For Once, the Fed Is Showing It's Smarter Than the Markets

by Enda Curran, Chris Anstey, Jeff Black, and Matthew Boesler

March 17, 2017, 7:20 AM CDT

The shoe is on the other foot.

That’s the takeaway from the past three weeks, which have shown the Federal Reserveregaining command of the outlook for U.S. monetary policy. Traders have moved more into step with Fed officials’ dot-plot chart for projected interest-rate increases -- a big contrast from last year, when the market called the central bank out on its plans for four rate hikes.

It’s not just the Fed that seems in greater command of the policy outlook in 2017 than has been the case for some years. The People’s Bank of China, on occasion has had to drive up market rates to squeeze out yuan speculators, and which flubbed its tinkering with currency policy in 2015, now is taking a surgical approach with incremental policy steps such as this week’s tightening of some money market rates.

Behind this shift toward central bankers directing markets on the policy agenda is a strengthening in the global economic outlook that’s giving officials room to maneuver. It’s a big change from 2015 and 2016, when deflationary fears left investors skittish and market volatility appeared to often dictate central bankers’ actions.

"A year ago, there was a feeling around that central banks had lost a bit of control," said Shane Oliver, head of investment strategy at AMP Capital Investors in Sydney. "Now it’s clear that they are firmly in control -- growth has firmed globally and the risks of deflation have receded."

The difference can be most clearly seen with the Fed, which began 2016 with an expectation to raise its benchmark four times. Futures traders gave that outcome just 14 percent odds, and proved right to do so -- in the end, there was only the one quarter-point move. This year began with the market again disbelieving the Fed and its outlook for three hikes, placing minority odds on that many moves. Now, the probability is around 57 percent.

What changed? The key was a slew of top Fed policy makers, culminating with Chair Janet Yellen, flagging the likelihood of a previously unexpected March increase. Vice Chair Stanley Fischer effectively acknowledged the coordinated messaging, saying March 3 that if there was a "conscious effort" to boost rate expectations, "I’m about to join it."

The Fed’s hand can also be seen in the contained rise in longer-term Treasury yields. Policy makers have anchored them through consistent communication that the so-called equilibrium for the benchmark interest rate is lower than it once was, around 3 percent.

"The latest market reactions to the FOMC decision seems to suggest that there is a great deal of credibility in the r* being low," said Stephen Jen, the London-based chief executive of hedge fund Eurizon SLJ Capital Ltd., using the economics term for equilibrium interest rate.

In China, the PBOC has helped manage a shift in sentiment towards the world’s No. 2 economy, with a little aid from stringent capital controls that have curbed an exodus of funds abroad and eased pressure on the yuan. Starting in late 2016, officials moved steadily to raise money-market rates, helping to scale back leveraged bets and support the currency. At the same time, they have left benchmark lending rates unchanged to aid growth, and taken pains not to spook markets that an all-out tightening cycle is under way.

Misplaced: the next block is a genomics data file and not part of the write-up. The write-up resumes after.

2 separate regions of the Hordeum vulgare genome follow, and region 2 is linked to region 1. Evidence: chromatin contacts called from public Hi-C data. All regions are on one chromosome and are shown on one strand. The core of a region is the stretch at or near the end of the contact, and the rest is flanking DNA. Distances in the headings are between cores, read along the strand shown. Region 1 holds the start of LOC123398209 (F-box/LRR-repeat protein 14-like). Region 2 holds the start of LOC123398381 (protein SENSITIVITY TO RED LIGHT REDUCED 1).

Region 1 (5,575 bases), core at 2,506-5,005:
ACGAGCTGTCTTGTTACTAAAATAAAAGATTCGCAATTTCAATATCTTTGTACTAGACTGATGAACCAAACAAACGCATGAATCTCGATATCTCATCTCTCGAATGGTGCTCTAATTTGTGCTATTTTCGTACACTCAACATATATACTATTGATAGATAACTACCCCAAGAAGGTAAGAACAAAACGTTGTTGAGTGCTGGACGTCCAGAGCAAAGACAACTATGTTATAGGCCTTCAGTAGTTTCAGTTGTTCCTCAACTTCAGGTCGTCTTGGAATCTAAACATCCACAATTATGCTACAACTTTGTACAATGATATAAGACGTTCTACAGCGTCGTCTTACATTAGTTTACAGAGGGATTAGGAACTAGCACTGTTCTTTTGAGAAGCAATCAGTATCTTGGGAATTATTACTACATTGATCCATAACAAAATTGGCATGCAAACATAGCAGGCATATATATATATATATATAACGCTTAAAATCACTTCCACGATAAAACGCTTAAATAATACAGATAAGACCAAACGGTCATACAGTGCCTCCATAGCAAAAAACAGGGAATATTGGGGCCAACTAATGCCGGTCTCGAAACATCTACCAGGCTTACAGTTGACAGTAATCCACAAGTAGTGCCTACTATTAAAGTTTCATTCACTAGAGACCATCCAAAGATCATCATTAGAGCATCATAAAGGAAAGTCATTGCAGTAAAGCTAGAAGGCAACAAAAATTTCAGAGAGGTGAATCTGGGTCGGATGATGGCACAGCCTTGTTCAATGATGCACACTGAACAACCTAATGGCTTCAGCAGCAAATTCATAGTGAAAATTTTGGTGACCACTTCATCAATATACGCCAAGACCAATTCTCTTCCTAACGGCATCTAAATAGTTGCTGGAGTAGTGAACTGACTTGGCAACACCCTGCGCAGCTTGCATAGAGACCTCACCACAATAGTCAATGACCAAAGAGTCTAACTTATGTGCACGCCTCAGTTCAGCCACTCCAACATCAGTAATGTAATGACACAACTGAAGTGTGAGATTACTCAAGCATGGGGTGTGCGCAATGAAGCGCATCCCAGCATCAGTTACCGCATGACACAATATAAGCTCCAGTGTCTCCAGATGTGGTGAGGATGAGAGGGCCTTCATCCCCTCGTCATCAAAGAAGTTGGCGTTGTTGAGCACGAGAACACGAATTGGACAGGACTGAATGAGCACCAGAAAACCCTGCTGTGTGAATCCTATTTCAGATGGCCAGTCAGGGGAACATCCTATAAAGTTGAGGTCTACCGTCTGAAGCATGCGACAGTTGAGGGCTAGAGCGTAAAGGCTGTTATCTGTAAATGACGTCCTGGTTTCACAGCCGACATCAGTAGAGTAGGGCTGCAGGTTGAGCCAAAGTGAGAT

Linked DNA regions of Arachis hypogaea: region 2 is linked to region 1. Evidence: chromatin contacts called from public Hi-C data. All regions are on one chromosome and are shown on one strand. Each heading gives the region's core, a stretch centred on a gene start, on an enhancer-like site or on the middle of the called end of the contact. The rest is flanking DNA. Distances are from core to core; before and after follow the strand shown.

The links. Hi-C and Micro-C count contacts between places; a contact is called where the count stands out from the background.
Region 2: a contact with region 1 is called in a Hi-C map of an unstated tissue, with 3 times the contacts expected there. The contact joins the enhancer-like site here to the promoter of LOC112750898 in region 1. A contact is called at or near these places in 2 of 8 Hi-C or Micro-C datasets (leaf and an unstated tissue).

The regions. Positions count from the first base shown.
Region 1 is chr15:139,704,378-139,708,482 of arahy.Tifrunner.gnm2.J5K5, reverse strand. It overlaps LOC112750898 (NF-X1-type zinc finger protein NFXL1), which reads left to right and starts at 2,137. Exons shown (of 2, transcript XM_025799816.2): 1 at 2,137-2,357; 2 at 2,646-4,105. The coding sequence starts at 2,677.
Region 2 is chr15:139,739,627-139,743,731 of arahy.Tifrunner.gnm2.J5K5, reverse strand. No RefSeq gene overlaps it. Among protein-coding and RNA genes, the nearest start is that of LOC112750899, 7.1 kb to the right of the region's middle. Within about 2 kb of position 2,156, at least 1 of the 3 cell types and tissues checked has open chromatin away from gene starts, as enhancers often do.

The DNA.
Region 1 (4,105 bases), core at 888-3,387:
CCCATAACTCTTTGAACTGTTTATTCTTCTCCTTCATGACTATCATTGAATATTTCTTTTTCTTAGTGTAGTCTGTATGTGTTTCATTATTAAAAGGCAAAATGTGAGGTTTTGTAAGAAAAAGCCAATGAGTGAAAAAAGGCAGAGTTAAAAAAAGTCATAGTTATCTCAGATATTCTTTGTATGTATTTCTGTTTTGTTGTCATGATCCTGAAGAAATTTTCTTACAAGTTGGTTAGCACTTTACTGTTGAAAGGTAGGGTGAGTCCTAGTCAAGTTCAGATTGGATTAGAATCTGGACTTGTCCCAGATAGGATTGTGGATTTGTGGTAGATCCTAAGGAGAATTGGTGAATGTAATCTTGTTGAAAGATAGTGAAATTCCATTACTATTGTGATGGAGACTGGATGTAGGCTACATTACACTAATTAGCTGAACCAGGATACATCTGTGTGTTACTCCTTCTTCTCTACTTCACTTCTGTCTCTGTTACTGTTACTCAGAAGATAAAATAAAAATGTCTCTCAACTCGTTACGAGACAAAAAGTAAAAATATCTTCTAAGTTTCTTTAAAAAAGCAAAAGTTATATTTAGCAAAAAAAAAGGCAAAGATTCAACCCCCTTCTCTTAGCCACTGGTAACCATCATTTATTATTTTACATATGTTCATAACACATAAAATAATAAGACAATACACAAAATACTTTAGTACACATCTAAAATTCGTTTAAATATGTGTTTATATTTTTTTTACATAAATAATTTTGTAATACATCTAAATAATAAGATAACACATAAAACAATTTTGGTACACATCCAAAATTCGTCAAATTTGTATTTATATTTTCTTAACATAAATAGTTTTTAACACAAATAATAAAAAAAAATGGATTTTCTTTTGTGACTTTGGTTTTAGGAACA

"They’re pretty clear in their own minds that there are enough potential surprises coming at them that they don’t want to be over-committed on forward guidance," Nobel laureate Michael Spence, a professor at New York University’s Stern School of Business, said Friday in a Bloomberg Television interview in Beijing.

To be sure, the confidence isn’t universal. The European Central Bank, navigating a complex political and economic reality as it seeks to manage a 19-nation currency zone, is way behind what the market thinks. That’s partly because it’s just gingerly beginning to signal a change from almost a decade of mostly easing policy to potentially an era of tightening.

At its policy meeting on March 9, the ECB kept rates and its stimulus settings unchanged. Yet even a minute tweak in President Mario Draghi’s language sent the euro soaring and measures of future borrowing costs rising. Policy makers have since rowed back, arguing that the economy is still fragile and dependent on monetary support. 

In Japan, the central bank went from leading markets in 2013 to unnerving them in 2016 with a shock negative-rate policy, and is now in something of a stalemate. Fluctuations in 10-year government bond yields last month spurred officials to ramp up purchases. Governor Haruhiko Kuroda for now has stared down market speculation that he’ll need to raise the yield-curve target if global bonds sell off, but has yet to face a full-on test.

For the Fed, markets could still head back into the driving seat, Jen said -- especially if inflation picks up in a way that the Fed doesn’t anticipate, sending longer-term yields higher and forcing the Fed to react.

"The trajectories all look quite smooth and pretty in the Fed’s table, but in reality things will likely get messier," Jen said.

For now at least, the mood music is shifting the way of central banks as policy makers adapt to the improving world economy. That offers officials a respite to work on the next big challenge: whether and how to shrink their gargantuan balance sheets.

"Central banks are in a much, much better place," said Klaus Baader, chief Asia-Pacific economist at Societe Generale SA in Hong Kong.  "At the same time financial market reaction has been very tame and until now has not disturbed a gradual normalization of policy."

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